The value of a family business or business interest is treated as an asset and therefore part of the matrimonial pot to be distributed when it comes to negotiating a financial settlement on divorce or...
Divorce Day 2019: why are couples more likely to split up in January?
Jan 7, 2019, 16:31 PM
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Jan 7, 2019, 16:25 PM
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For people across the UK, today marks the first day back to reality. Although many have already returned to work, for others, the first working Monday in January means that decorations are down, schools are back, the intention of starting a new diet is stronger and married couples are considering divorce.
In recent years, a rise in the number of inquiries to solicitors regarding separation after the Christmas period, on the first working Monday in January, has led to it commonly being referred to as “Divorce Day”.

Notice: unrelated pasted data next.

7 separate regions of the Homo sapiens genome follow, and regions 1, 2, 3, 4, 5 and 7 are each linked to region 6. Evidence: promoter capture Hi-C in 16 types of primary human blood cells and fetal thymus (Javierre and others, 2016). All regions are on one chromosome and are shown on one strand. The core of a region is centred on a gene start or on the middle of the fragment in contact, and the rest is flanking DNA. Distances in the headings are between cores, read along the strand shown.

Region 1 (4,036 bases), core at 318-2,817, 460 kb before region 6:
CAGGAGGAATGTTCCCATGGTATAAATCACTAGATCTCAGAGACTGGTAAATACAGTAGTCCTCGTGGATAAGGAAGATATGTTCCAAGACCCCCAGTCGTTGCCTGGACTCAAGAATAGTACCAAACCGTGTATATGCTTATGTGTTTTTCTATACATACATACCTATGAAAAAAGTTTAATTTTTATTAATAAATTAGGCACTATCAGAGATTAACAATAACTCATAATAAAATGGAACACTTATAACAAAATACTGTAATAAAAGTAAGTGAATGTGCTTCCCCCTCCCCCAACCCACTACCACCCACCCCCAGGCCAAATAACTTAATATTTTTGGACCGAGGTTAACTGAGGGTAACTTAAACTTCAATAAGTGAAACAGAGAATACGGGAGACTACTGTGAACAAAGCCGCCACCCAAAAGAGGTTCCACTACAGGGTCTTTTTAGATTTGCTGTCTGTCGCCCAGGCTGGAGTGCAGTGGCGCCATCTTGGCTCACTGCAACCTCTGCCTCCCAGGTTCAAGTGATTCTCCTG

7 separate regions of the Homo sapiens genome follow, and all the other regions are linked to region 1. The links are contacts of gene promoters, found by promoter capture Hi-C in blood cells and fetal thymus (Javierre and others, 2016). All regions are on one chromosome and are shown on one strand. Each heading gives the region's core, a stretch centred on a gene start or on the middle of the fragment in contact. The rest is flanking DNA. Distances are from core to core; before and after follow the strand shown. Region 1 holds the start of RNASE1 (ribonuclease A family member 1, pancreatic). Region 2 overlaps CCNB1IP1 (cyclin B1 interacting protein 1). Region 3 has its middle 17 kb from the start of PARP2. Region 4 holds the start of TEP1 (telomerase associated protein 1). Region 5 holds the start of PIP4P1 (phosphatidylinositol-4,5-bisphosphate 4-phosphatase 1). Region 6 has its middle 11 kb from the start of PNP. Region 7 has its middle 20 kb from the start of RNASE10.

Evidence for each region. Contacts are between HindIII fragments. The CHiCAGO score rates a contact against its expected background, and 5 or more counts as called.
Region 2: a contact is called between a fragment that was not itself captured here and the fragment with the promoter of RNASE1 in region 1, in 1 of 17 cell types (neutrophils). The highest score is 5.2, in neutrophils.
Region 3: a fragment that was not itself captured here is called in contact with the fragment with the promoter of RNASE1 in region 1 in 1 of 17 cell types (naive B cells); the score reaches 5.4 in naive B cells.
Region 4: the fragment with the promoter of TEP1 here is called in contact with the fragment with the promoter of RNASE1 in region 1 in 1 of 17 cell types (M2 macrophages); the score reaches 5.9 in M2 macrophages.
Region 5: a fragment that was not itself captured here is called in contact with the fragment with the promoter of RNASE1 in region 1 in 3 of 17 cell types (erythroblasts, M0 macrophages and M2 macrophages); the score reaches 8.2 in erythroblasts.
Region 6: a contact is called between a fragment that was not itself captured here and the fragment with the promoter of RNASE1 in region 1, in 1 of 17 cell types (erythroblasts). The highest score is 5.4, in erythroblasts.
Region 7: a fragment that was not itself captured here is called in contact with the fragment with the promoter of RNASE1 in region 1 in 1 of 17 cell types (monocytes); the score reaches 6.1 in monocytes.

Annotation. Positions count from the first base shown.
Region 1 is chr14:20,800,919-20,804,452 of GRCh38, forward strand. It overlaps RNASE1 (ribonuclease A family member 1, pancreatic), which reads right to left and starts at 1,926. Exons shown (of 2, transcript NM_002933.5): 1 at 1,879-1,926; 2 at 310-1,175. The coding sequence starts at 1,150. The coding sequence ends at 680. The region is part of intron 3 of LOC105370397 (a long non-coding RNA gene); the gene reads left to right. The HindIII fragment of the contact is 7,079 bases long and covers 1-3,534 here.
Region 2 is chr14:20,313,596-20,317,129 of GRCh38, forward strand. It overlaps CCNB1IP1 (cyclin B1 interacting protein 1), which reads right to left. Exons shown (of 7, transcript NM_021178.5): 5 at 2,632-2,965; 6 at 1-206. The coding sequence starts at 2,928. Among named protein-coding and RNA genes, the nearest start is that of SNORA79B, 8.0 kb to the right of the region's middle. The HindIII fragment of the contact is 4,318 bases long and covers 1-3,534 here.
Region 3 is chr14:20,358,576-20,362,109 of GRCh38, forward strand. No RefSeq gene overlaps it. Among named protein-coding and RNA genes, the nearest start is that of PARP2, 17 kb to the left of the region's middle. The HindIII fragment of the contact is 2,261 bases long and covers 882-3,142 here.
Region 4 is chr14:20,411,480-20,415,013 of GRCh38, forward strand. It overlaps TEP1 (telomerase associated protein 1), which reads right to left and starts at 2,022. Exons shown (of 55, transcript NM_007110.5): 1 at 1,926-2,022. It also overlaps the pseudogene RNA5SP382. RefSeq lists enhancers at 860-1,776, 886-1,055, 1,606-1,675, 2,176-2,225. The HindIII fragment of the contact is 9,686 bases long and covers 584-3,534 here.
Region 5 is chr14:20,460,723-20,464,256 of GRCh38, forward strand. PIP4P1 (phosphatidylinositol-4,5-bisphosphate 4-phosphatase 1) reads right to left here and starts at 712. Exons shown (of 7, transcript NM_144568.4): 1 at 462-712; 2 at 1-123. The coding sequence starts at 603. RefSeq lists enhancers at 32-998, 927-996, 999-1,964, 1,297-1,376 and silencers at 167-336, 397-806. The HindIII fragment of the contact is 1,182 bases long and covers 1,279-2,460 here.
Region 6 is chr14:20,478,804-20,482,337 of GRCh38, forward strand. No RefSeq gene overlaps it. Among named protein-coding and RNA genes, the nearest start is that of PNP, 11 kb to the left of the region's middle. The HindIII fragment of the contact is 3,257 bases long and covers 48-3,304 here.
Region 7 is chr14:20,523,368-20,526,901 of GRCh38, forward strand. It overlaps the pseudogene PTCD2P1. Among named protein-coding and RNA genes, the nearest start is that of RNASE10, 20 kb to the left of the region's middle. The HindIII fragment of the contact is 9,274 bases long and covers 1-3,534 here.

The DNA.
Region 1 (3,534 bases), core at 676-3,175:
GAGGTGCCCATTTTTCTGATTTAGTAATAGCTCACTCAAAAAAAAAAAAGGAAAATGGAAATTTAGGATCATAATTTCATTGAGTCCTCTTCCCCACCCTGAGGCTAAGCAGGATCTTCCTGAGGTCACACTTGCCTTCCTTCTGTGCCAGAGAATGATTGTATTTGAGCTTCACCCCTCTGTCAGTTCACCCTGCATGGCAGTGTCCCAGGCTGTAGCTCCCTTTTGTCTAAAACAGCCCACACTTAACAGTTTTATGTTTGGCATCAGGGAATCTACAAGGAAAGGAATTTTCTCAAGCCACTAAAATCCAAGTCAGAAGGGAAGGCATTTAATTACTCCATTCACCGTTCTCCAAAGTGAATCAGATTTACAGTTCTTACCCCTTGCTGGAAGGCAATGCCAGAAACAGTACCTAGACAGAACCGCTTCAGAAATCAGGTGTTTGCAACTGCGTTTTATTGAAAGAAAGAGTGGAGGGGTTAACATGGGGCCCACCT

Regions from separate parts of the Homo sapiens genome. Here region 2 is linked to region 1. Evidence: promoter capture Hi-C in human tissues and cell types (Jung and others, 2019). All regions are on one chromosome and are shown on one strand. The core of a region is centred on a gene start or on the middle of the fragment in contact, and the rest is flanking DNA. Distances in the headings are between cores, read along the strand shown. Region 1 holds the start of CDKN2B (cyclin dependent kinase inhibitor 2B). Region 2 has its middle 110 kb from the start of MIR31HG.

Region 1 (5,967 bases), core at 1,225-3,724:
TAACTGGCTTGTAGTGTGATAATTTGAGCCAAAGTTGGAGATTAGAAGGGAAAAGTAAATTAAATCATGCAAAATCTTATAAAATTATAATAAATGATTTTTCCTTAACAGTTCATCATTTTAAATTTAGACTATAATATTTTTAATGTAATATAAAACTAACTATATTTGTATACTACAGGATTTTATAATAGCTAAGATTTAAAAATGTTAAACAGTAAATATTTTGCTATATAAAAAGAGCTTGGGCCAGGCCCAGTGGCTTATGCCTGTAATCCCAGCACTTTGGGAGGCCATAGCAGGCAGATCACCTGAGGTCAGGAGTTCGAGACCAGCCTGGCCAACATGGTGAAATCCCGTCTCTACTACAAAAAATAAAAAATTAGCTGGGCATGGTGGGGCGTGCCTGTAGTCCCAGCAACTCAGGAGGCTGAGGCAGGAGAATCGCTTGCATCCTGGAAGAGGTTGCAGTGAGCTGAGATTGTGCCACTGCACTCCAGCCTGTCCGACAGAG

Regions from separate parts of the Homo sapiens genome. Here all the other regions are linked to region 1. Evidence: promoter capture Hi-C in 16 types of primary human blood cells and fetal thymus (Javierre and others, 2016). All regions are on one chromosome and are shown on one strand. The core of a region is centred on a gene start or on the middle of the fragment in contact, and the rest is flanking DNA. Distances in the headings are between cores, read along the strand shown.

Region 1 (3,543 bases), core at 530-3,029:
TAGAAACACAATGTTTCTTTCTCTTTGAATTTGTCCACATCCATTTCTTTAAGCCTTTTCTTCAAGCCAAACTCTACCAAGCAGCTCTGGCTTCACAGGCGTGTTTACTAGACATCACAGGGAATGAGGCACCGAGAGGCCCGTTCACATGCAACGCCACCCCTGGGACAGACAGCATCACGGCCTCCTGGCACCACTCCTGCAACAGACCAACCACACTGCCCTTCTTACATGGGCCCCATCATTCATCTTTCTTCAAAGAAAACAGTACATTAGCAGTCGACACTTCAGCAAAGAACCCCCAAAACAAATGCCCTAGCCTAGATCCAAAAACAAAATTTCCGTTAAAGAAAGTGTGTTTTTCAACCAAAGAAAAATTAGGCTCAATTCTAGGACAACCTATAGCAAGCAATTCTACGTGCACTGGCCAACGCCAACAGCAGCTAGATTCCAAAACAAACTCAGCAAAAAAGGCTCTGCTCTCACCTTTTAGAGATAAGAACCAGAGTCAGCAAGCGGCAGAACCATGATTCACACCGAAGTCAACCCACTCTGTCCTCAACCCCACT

The rise of Netflix and Amazon box sets such as Suits and The Good Wife leave viewers with the notion that the courtroom is a place for vindication and that it is an attractive forum for resolving disputes. The reality, however, is that for a number of reasons, not least cost, litigation often leads to a far less desirable outcome than expected – for either party.
The drawbacks of litigating in family law cases include:
The length of time that it takes to resolve matters
Cost implications of “court battles”
What is said in court cannot be “unsaid”
Family members may feel forced to “take sides”
It is stressful not only for the parties involved but also their children and wider family members.
Read the rest of this Press and Journal article here